Life for most Syrian children is a pale, unhappy imitation of their pre-civil war existence.
He sits with his elbows on his knees, his jailhouse tattoos a pale blue against the field of copper flesh.
The Duchess looked elegant in a pale grey coat over a hand-painted silk floral “chinoiserie” dress by Jenny Packham.
His face was gaunt and pale, and he looked as if he needed a long rest.
The pale King, which is still unfinished, is in a way more approachable.
This rock in the inner crater was gray, pale and ghostly in the earthlight.
The avaricious are out of the pale of peace already, and at all events.
His face was pale; his cheeks were sunken; his limbs were weak and trembling.
But,” glancing at his pale sister, “we will speak no more of that.
She was pale and quiet, and she did not reproach the man again.
early 14c., from Old French paile "pale, light-colored" (12c., Modern French pâle), from Latin pallidus "pale, pallid, wan, colorless," from pallere "be pale, grow pale," from PIE *pel- (2) "pale" (see pallor). Pale-face, supposed North American Indian word for "European," is attested from 1822.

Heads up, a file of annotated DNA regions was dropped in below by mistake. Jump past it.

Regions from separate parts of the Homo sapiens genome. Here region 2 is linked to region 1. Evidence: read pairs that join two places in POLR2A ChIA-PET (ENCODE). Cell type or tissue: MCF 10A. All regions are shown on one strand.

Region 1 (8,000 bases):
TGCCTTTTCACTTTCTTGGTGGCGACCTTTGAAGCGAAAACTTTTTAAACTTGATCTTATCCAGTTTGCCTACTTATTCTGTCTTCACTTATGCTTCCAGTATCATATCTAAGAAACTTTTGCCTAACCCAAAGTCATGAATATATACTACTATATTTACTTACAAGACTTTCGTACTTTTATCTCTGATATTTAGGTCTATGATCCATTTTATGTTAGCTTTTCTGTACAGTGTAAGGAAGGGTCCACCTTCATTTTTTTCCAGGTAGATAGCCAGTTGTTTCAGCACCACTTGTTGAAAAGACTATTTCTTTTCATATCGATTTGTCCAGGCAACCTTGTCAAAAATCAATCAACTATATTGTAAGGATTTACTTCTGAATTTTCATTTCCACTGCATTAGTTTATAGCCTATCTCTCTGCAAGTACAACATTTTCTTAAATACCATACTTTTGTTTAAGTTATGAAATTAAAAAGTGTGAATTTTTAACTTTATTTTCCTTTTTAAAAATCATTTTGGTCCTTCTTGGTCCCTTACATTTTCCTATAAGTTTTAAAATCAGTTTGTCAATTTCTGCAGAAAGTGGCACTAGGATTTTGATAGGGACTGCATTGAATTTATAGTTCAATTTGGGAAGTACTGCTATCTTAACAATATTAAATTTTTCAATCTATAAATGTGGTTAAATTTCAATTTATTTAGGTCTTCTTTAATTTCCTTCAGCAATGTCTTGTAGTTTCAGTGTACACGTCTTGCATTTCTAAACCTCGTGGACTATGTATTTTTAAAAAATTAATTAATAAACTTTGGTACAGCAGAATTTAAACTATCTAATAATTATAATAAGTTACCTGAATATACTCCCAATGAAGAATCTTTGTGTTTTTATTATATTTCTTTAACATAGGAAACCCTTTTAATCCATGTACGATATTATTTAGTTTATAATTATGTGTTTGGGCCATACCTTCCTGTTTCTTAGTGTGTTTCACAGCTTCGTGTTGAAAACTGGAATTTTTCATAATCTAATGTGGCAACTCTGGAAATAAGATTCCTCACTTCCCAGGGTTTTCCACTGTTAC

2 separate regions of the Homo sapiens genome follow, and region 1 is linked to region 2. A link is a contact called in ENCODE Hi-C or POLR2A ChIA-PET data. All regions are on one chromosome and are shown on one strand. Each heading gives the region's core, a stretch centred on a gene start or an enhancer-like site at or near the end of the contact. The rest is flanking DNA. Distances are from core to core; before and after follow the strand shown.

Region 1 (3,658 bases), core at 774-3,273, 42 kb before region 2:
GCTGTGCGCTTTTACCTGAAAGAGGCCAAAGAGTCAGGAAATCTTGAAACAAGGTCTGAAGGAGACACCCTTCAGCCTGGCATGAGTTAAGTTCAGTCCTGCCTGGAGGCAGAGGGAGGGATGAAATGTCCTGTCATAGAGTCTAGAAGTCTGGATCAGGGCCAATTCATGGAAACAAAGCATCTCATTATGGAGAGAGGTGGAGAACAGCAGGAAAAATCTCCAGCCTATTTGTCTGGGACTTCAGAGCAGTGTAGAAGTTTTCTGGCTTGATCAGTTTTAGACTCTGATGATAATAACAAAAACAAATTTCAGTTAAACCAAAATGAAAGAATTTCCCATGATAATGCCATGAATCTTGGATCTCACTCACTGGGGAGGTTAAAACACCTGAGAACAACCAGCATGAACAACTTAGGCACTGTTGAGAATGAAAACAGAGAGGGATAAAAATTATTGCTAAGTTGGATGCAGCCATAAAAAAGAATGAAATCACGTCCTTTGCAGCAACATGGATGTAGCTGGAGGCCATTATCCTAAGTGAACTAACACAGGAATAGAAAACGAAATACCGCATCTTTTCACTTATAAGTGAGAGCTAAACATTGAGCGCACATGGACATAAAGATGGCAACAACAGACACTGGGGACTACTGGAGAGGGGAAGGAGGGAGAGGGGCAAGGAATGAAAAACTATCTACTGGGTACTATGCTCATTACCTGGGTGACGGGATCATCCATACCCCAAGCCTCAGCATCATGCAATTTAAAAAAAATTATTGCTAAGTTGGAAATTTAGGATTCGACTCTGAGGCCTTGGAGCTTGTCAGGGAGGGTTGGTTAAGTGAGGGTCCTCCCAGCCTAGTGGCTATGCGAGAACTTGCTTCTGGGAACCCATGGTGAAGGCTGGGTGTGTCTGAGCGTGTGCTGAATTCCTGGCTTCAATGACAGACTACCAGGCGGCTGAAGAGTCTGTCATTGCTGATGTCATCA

early 13c. (c.1200 in Anglo-Latin), "stake, pole, stake for vines," from Old French pal and directly from Latin palus "stake, prop, wooden post," related to pangere "to fix or fasten" (see pact).
From late 14c. as "fence of pointed stakes;" figurative sense of "limit, boundary, restriction" is from c.1400. Barely surviving in beyond the pale and similar phrases. Meaning "the part of Ireland under English rule" is from 1540s, via sense of "territory held by power of a nation or people" (mid-15c.).
late 14c., "become pale; appear pale" (also, in Middle English, "to make pale"), from Old French paleir (12c.) or from pale (adj.). Related: Paled; paling.